Glenwood Canyon to close as rock-catching fences are added
Interstate 70 through Glenwood Canyon will be fully closed from 9 a.m. to 3:30 p.m. Wednesday and Thursday as crews install some heavy-duty fencing at the site of major rockfalls in February.
The crews will use a Huey helicopter to lift 13 steel posts, weighing from 1,800 to 2,800 pounds each, to two sites along the northern canyon wall just west of the Hanging Lake Tunnel.
The highest of these fences, which are each 16 feet tall by about 200 feet wide, will be installed about 300 feet up the canyon wall.
These locations were scouted out by Colorado Department of Transportation geotechnical specialists, and the fencing will be positioned to provide some redundancy of protection, said project engineer Mike Fowler.
After these closures the rockfall mitigation project will continue, with crews working seven days a week, partly to make up for some unexpectedly late supplies, until about Sept. 1.
Two more fences will be installed with a crane at lower elevations during that time, but the project is not expected to require any more full closures past Thursday.
Some of the ongoing work installing the lower two fences may require a 10-foot vehicle restriction on the westbound lane.
These fences, equipped with braking mechanisms, are capable of stopping boulders up to six and seven feet in diameter, said Jim Stepisnik, the project manager. That’s equivalent to about 3.6 million foot-pounds of force, he said.
“These are some of the biggest high-impact fences that will have been installed in the U.S.”
I-70 was closed for nearly a week in February after major rockslides. It was the longest closure in the 24-year history of I-70 through the slide-prone canyon.
Much of the work to prep the sites of these fences, digging and pouring concrete, has been done by hand with crews hiking up to the locations, said Stepisnik.
The fences are first galvanized, then given a protective coating to give them a long working life, said Fowler.
The rockfall mitigation project has a $1.7 million budget, which Stepisnik said has so far come in on time and on budget.
CDOT has a $9 million geohazards budget and about 750 rockfall areas that the agency monitors, the Post Independent reported earlier.
Crews working on the Grand Avenue bridge project plan to take advantage of the closures to get some utility work done on the new pedestrian bridge — hopefully allowing the team to avoid a couple of night detours of Interstate 70.
Rafting companies west of Glenwood Canyon will be able to get to Grizzly Creek and Shoshone put-ins until 1:30 p.m. Wednesday and Thursday, when Colorado State Patrol will start clearing the canyon in preparation for its reopening.
No private boaters will be allowed during the closure, and rafting companies east of the canyon are not being granted such access.
The traffic closure should make for a rare experience for boaters and other recreationists such as bicyclists, who will get an opportunity to enjoy the canyon free of I-70 noise.
Ken Murphy, owner of Glenwood Adventure Co., said his guides have been fighting to claim the river trips on those days.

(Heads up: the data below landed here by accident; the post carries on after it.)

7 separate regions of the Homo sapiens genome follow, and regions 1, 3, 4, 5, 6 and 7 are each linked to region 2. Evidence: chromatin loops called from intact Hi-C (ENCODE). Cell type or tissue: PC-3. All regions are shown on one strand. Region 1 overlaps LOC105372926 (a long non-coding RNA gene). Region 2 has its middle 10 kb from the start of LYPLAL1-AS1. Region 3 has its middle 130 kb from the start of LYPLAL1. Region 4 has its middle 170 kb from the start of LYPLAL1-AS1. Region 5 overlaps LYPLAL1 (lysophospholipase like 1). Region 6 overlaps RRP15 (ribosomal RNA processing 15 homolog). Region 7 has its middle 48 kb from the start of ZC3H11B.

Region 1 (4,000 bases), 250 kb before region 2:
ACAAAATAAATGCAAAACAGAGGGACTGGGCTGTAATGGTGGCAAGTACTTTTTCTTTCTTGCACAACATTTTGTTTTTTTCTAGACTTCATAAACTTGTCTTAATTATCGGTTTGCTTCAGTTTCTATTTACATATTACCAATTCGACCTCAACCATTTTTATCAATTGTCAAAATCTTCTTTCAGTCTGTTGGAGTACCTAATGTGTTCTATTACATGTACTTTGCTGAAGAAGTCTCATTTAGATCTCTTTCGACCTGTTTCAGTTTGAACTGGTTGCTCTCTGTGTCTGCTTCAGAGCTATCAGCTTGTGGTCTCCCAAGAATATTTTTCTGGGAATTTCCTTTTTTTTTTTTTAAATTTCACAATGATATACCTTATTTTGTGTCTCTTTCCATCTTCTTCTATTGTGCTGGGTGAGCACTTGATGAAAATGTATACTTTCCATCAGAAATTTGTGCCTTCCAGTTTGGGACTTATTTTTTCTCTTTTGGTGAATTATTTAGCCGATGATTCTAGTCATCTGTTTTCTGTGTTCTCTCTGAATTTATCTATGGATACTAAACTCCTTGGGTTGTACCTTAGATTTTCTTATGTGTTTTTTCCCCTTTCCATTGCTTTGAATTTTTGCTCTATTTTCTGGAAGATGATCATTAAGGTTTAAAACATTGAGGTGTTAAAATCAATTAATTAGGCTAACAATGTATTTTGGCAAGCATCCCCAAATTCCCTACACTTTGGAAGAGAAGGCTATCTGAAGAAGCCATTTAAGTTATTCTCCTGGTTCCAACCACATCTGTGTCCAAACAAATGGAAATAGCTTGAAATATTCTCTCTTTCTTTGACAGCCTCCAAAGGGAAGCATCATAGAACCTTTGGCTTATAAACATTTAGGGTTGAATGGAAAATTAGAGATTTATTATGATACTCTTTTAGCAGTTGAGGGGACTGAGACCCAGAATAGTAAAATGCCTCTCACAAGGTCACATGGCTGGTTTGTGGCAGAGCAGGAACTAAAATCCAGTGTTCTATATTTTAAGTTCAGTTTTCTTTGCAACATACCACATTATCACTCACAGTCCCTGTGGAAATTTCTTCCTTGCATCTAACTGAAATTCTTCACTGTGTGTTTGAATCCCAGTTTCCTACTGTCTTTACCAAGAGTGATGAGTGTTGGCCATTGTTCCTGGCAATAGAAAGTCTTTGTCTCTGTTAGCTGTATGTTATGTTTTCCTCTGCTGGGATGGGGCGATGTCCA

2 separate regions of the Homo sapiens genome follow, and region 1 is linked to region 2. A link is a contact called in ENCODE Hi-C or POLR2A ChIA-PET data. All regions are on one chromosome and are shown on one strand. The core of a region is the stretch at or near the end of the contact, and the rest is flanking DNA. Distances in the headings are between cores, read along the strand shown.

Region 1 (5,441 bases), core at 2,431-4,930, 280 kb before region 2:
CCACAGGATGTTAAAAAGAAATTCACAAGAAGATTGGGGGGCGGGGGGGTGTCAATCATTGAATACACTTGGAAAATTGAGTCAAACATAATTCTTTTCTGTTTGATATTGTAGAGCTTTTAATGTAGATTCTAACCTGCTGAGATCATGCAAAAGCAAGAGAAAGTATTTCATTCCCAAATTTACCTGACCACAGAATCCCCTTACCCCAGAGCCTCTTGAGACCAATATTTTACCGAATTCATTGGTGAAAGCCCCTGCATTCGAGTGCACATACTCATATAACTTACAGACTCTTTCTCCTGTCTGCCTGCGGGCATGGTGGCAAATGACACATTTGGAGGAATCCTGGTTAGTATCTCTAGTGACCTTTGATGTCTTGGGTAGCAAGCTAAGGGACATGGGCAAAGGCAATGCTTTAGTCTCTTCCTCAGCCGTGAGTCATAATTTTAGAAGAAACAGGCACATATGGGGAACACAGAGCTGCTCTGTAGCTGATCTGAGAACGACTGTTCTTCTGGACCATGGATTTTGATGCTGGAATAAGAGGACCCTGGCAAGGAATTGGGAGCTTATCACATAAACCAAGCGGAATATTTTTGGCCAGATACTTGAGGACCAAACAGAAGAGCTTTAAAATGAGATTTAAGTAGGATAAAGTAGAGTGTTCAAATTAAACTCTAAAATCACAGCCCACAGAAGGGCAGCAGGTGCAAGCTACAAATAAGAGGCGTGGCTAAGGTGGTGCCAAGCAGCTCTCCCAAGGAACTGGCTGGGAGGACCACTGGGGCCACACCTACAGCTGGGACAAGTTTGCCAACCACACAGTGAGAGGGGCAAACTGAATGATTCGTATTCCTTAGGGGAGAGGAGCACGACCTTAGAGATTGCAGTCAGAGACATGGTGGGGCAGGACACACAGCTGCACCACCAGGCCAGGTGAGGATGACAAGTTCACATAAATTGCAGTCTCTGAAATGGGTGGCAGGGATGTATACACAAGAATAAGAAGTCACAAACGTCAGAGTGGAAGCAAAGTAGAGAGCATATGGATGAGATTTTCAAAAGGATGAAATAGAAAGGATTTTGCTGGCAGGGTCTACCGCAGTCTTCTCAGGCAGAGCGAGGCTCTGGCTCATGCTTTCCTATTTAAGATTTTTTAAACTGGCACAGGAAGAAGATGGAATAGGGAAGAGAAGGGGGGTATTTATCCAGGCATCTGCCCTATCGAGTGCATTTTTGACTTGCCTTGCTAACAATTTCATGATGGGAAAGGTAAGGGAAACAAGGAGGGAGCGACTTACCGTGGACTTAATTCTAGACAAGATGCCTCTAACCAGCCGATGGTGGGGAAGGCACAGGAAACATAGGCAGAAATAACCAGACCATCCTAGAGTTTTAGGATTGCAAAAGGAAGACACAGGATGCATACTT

This also comes at a peak time for rafting business, said Erik Larsson, co-owner of Whitewater Rafting LLC. “As long as you can get here, it should be a fun time with the water still flowing at great levels.
“You’d think that July Fourth is our biggest time of the year, but in reality it’s the last Saturday in July that’s always our biggest day,” said Larsson.
Jess Weaver Trail, Grizzly Creek Trail and Hanging Lake Trail will remain open, but hikers should work around the closure as they won’t be able to access I-70 during that time.
The Glenwood Canyon bike path will remain open, except periodic 10-minute holds near the Hanging Lake Tunnel when the project’s helicopter is overhead. If your trip on the bike path requires a shuttle, plan around the closure.
Westbound I-70 traffic will be forced to exit at Dotsero, and eastbound traffic will have to exit in Glenwood Springs at Exit 116. Drivers will not be allowed to queue up on I-70 for the canyon opening.
The Hanging Lake rest area will also be closed early, starting at midnight preceding evening and remaining closed until 3:30 p.m. each day.
CDOT will maintain access for No Name residents.
For alternate routes, motorists coming west from the Front Range can head south on Colorado 91 at Copper Mountain, continue south on U.S. 24 through Leadville and finally turn back west on Colorado 82 and onto Independence Pass.
This route is 123 miles and takes about 2 hours and 40 minutes. It’s important to note that Independence Pass has a 35-foot vehicle length restriction.
Drivers trying to head west from Eagle County should first drive east to Wolcott, head north on Colorado 131, turn west on U.S. 40 in Steamboat Springs, then south on Colorado 13 in Craig and on to Rifle.
From Wolcott to Rifle, this detour is 204 miles and takes about 3 hours and 45 minutes.
Drivers in Grand Junction can get to the Front Range by taking U.S. 50 east to U.S. 285 for drivers heading to Denver and to U.S. 24 for those going to Colorado Springs.
Some alternate routes have width restrictions that commercial drivers should be aware of — Colorado 131 has an 8-foot width restriction and Colorado 9 north of I-70 has a 12-foot width restriction.
Commercial vehicles west of Glenwood Canyon will be able to park in Dotsero off Exit 133.
CSP will also be staging commercial vehicles on I-70 west of the canyon closure.
CDOT does not recommend driving Cottonwood Pass, Frying Pan Road or Hagerman Pass as alternative routes.
Bustang will continue to run routes between Glenwood Springs and Denver. Visit ridebustang.com for the schedule.
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A Garfield County commissioner angrily denounced Pitkin County and state transportation officials Friday as “disrespectful, arrogant, gutless and selfish” for closing Independence Pass earlier this week.